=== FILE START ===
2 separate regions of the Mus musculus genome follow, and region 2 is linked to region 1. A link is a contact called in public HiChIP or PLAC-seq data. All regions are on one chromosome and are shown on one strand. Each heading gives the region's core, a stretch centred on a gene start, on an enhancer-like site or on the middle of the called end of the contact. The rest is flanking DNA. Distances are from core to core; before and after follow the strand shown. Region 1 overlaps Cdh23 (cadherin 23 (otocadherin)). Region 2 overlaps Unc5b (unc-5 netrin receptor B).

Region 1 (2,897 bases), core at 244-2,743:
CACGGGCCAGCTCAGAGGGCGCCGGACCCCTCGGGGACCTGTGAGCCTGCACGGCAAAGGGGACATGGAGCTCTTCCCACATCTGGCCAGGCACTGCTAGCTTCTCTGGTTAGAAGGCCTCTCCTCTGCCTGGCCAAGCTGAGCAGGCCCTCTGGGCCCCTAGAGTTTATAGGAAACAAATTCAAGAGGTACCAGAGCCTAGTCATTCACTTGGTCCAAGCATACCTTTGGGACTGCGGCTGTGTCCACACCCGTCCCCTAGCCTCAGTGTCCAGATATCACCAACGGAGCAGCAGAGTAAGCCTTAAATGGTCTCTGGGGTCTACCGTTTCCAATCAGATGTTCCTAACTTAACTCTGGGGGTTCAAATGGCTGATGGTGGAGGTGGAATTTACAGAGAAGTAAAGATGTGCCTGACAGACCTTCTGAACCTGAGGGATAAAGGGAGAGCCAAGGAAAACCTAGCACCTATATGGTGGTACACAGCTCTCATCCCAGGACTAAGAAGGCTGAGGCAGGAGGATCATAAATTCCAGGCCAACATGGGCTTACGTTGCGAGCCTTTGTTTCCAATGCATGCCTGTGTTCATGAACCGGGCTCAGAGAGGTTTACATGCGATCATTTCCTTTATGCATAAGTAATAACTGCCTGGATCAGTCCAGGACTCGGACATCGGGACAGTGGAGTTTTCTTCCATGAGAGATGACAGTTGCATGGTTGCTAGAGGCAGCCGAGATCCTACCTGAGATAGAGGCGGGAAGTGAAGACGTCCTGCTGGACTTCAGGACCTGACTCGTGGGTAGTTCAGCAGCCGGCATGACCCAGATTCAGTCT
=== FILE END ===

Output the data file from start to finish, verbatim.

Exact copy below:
2 separate regions of the Mus musculus genome follow, and region 2 is linked to region 1. A link is a contact called in public HiChIP or PLAC-seq data. All regions are on one chromosome and are shown on one strand. Each heading gives the region's core, a stretch centred on a gene start, on an enhancer-like site or on the middle of the called end of the contact. The rest is flanking DNA. Distances are from core to core; before and after follow the strand shown. Region 1 overlaps Cdh23 (cadherin 23 (otocadherin)). Region 2 overlaps Unc5b (unc-5 netrin receptor B).

Region 1 (2,897 bases), core at 244-2,743:
CACGGGCCAGCTCAGAGGGCGCCGGACCCCTCGGGGACCTGTGAGCCTGCACGGCAAAGGGGACATGGAGCTCTTCCCACATCTGGCCAGGCACTGCTAGCTTCTCTGGTTAGAAGGCCTCTCCTCTGCCTGGCCAAGCTGAGCAGGCCCTCTGGGCCCCTAGAGTTTATAGGAAACAAATTCAAGAGGTACCAGAGCCTAGTCATTCACTTGGTCCAAGCATACCTTTGGGACTGCGGCTGTGTCCACACCCGTCCCCTAGCCTCAGTGTCCAGATATCACCAACGGAGCAGCAGAGTAAGCCTTAAATGGTCTCTGGGGTCTACCGTTTCCAATCAGATGTTCCTAACTTAACTCTGGGGGTTCAAATGGCTGATGGTGGAGGTGGAATTTACAGAGAAGTAAAGATGTGCCTGACAGACCTTCTGAACCTGAGGGATAAAGGGAGAGCCAAGGAAAACCTAGCACCTATATGGTGGTACACAGCTCTCATCCCAGGACTAAGAAGGCTGAGGCAGGAGGATCATAAATTCCAGGCCAACATGGGCTTACGTTGCGAGCCTTTGTTTCCAATGCATGCCTGTGTTCATGAACCGGGCTCAGAGAGGTTTACATGCGATCATTTCCTTTATGCATAAGTAATAACTGCCTGGATCAGTCCAGGACTCGGACATCGGGACAGTGGAGTTTTCTTCCATGAGAGATGACAGTTGCATGGTTGCTAGAGGCAGCCGAGATCCTACCTGAGATAGAGGCGGGAAGTGAAGACGTCCTGCTGGACTTCAGGACCTGACTCGTGGGTAGTTCAGCAGCCGGCATGACCCAGATTCAGTCT